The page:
Arya reads the scroll to Sansa and Sansa tries to explain the position she was in at the time. Arya refuses to give her sister one iota of the benefit of the doubt, and when Sansa asks to whom she’s shown the scroll, Arya accuses her of being scared of losing favor with the Northern Lords. She probably has a point, but why is Arya so completely antagonistic towards and distrustful of Sansa? Something is missing here. There is a legitimate basis for conflict between Arya and Sansa, but that conflict is more subtle than it is being portrayed. Arya’s behavior is making me more sympathetic to Sansa, and since Sansa’s motives are murky, it is an uncomfortable place to be.

Sansa correctly points out that nothing would make Cersei happier than to know that Arya and Sansa are at each other’s throats, but Arya will not give her sister a break. She accuses Sansa of doing Cersei’s bidding and walks away, causing Sansa to turn to–who else?–Littlefinger. It just keeps getting worse.

Thank God for a little comic relief courtesy of Tormund and The Hound, two of the most delightful characters in the Thrones-verse. When The Hound snarls that he hates gingers, Tormund retorts that gingers are beautiful–they’ve been kissed by fire, just like The Hound, and points to his scar. Tormund asks The Hound if he fell into a fire as a child and The Hound tells him he was pushed. Tormund deduces that is the root of The Hound’s choleric personality, and further analyzes that he’s not really mean because he has sad eyes. When did Tormund become so sage and sensitive? Do they have art therapy classes at Eastwatch-by-the-Sea?

Tormund describes the beauty he has waiting for him at Winterfell and The Hound recognizes he is referring to Brienne. He growls, “You’re with Brienne of fucking Tarth?” Tormund lights up and asks The Hound if he knows her. Tormund clarifies that they’re not together yet, but he sees the way she looks at him. The Hounds responds that she probably looks at him like she wants to carve him up and eat his liver. Tormund is excited. “You do know her!”  He wants to procreate with Brienne–he is convinced their children will be “great big monsters” that will take over the world. The Hound asks him how a man like him has survived this long. Tormund assumes it’s because he’s good at killing.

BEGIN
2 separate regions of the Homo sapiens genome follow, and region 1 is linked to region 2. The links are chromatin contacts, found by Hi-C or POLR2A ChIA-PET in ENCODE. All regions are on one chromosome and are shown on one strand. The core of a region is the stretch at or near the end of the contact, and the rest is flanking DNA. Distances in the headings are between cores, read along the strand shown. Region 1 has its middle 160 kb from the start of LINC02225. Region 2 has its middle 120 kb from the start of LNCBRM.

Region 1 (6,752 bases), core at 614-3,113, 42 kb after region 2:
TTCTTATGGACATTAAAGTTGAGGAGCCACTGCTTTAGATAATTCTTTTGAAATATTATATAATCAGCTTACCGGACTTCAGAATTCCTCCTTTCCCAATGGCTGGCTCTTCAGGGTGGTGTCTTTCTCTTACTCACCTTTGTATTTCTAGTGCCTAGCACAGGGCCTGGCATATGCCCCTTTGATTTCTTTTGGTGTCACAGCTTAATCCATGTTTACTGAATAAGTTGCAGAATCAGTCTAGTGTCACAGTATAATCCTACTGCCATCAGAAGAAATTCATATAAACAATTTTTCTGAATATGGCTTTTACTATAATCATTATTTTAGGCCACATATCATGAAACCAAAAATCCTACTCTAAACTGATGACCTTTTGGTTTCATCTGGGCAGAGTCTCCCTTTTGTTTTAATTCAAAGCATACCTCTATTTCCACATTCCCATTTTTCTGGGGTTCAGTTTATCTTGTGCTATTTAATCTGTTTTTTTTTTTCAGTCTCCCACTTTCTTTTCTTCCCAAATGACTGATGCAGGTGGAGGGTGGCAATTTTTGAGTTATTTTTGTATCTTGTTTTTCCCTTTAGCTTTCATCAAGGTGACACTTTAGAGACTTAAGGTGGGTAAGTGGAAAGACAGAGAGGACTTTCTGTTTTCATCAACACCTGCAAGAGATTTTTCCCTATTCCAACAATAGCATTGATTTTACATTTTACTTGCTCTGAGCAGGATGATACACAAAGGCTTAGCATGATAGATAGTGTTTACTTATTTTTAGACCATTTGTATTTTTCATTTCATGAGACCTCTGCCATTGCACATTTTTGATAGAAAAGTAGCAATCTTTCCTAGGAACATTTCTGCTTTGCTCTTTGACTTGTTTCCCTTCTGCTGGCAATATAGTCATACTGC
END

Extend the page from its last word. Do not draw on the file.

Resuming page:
Beric observes that Jon does not resemble Ned Stark and assumes that he favors his mother. Foreshadowing, people. They speculate about the Lord of Light’s purpose in bringing them back from the dead, but come to no conclusions. They settle on the notion that perhaps it’s because they are soldiers and able to defend people who cannot defend themselves. Death is the enemy, and they must fight for life even though the enemy always wins in the end. Valar Morghulis, after all.

The Hound recognizes the arrowhead-shaped mountain he saw in the fire and they realize they are getting close to encountering the Army of the Dead.

At Dragonstone, Dany tells Tyrion she’s glad he isn’t a hero. Heroes do stupid things and they die. Drogo, Jorah, Daario…and Jon Snow. All heroes, all either dead or in perpetual danger. Dany LOVES Jon Snow. Her need to manufacture a way to bring him up in conversation is a dead giveaway. She and Missandei need to sit down with a bottle of wine so they can gush unabashedly about Jon Snow and Grey Worm to each other.

Tyrion points out that all four of the heroes Dany mentioned fell in love with her, and Dany scoffs that isn’t the case with Jon Snow. Please, girl, you brought him up in hopes of hearing that very thing. The talk turns to Cersei. Dany is concerned that while Cersei is probably laying a trap for them, they have not discussed any reciprocal plans. Jaime has assured Tyrion that he will keep the Lannister forces in check when the Dany contingent comes to King’s Landing, and Tryion has promised Jaime that he’ll dissuade Dany from doing anything impulsive. Uh oh. Dany demands to know when she’s been impulsive and Tyrion refers to the Tarly barbecue. That wasn’t impulsive, she says, it was necessary. Dany accuses Tyrion of arguing on behalf of his family and he admits it–she needs to understand things from their perspective so she can anticipate their moves and defeat them. He believes she can break the wheel, but what then? Her vision for a different kind of world can’t be achieved in one lifetime, so who will be her successor? Tyrion needs to recalibrate his sense of timing. Of course Dany takes offense, proving Tyrion’s point that she loses her temper when she’s provoked. She will not discuss succession until she sits on the Iron Throne.